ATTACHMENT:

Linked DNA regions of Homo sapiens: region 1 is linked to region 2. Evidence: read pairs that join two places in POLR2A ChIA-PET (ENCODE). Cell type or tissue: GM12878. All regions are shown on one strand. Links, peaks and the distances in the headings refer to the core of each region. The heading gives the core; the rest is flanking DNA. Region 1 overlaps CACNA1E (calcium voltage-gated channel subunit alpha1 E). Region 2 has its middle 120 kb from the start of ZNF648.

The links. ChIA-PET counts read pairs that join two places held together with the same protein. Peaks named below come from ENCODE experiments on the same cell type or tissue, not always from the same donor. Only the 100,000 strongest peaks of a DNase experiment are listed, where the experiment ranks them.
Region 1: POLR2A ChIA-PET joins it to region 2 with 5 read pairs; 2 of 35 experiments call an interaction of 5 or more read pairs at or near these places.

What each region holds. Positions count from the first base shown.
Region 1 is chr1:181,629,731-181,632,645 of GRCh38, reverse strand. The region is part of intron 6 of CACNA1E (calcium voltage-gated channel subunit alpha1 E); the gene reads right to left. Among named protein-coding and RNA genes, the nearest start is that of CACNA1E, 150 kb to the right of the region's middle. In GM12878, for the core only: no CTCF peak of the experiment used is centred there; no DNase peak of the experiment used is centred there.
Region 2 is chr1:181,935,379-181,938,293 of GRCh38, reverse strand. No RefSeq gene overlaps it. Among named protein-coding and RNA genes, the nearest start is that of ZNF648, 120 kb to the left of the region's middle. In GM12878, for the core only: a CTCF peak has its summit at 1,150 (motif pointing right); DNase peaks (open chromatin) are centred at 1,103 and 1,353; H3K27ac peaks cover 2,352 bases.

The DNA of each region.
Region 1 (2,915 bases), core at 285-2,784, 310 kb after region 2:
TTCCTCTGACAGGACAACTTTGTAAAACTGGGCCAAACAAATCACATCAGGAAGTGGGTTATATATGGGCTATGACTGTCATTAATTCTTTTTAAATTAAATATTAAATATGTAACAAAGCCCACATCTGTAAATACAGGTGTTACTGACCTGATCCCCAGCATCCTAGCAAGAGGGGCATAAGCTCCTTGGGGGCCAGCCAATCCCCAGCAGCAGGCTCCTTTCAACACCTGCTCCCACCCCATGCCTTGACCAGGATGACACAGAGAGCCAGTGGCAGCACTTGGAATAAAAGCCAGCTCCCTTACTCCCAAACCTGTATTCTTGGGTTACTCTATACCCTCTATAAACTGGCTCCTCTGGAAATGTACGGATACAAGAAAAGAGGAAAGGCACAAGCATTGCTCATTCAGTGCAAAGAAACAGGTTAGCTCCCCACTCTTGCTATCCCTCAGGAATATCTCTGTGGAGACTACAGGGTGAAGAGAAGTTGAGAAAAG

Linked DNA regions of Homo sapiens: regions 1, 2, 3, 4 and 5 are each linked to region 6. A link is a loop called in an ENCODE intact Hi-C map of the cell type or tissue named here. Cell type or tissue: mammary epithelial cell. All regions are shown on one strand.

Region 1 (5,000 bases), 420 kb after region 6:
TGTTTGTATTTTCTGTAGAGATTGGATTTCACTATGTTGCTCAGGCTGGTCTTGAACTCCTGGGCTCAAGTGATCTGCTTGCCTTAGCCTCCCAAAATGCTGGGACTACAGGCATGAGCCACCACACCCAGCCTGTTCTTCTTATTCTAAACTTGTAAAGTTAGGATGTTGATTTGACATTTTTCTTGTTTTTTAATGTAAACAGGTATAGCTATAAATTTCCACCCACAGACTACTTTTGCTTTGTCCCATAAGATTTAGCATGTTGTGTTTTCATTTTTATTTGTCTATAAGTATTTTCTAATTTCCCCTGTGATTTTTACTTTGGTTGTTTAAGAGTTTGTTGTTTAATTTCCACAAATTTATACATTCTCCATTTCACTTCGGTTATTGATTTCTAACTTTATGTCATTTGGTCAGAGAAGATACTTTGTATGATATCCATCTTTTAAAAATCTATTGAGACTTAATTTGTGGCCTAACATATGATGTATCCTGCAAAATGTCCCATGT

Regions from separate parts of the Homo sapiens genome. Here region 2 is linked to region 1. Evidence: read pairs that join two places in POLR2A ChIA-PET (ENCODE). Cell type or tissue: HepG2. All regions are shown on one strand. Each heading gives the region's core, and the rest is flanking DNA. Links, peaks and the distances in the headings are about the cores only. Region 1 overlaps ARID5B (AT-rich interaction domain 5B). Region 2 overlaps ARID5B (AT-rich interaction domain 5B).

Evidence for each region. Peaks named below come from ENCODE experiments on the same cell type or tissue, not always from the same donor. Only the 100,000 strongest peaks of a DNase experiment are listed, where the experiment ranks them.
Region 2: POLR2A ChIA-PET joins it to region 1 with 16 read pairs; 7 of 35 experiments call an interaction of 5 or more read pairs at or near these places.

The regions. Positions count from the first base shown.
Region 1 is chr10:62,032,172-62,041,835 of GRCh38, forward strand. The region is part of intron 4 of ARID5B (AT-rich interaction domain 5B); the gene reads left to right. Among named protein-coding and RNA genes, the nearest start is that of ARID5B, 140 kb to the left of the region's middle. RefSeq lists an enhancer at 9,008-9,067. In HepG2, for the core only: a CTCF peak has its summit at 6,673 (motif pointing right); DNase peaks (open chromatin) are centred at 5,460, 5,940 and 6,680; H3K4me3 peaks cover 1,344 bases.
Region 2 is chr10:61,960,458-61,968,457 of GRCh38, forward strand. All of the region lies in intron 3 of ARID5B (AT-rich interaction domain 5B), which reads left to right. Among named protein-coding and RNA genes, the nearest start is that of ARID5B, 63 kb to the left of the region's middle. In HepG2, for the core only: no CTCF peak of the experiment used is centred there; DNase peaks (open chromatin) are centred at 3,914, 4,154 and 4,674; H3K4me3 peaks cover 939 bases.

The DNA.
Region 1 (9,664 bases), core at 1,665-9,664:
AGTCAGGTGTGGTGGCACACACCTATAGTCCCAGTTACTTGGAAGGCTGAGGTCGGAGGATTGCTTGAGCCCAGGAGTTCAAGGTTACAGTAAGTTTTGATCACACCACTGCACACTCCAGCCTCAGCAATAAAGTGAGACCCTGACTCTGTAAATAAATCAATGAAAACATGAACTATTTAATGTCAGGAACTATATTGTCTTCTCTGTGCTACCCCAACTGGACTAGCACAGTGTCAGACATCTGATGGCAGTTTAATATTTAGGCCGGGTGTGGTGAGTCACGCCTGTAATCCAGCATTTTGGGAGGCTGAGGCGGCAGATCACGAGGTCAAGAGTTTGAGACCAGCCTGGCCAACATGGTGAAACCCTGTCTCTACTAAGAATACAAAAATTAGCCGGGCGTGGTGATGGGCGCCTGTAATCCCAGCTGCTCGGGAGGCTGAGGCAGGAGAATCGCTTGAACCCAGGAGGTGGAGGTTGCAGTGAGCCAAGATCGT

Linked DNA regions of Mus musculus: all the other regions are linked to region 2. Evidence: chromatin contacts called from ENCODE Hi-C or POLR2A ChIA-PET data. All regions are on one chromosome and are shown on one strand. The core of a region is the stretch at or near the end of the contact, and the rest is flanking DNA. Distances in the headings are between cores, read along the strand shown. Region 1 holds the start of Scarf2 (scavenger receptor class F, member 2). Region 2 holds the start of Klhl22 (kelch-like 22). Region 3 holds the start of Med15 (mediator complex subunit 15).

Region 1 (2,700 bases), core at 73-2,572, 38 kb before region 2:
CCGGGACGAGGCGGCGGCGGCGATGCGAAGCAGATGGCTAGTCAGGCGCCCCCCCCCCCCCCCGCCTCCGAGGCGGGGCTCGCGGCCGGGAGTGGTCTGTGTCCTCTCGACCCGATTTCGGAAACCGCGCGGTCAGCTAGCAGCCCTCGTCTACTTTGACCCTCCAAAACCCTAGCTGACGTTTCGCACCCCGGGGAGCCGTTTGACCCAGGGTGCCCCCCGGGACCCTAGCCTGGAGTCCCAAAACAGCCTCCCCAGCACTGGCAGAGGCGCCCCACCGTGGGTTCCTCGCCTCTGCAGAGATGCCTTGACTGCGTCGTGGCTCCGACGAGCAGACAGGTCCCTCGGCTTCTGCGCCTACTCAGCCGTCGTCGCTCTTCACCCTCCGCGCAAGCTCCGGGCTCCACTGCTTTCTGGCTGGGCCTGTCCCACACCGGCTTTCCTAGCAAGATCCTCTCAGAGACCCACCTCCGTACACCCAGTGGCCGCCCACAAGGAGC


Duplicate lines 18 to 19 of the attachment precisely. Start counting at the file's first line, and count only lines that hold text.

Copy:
Region 2 is chr10:61,960,458-61,968,457 of GRCh38, forward strand. All of the region lies in intron 3 of ARID5B (AT-rich interaction domain 5B), which reads left to right. Among named protein-coding and RNA genes, the nearest start is that of ARID5B, 63 kb to the left of the region's middle. In HepG2, for the core only: no CTCF peak of the experiment used is centred there; DNase peaks (open chromatin) are centred at 3,914, 4,154 and 4,674; H3K4me3 peaks cover 939 bases.

The DNA.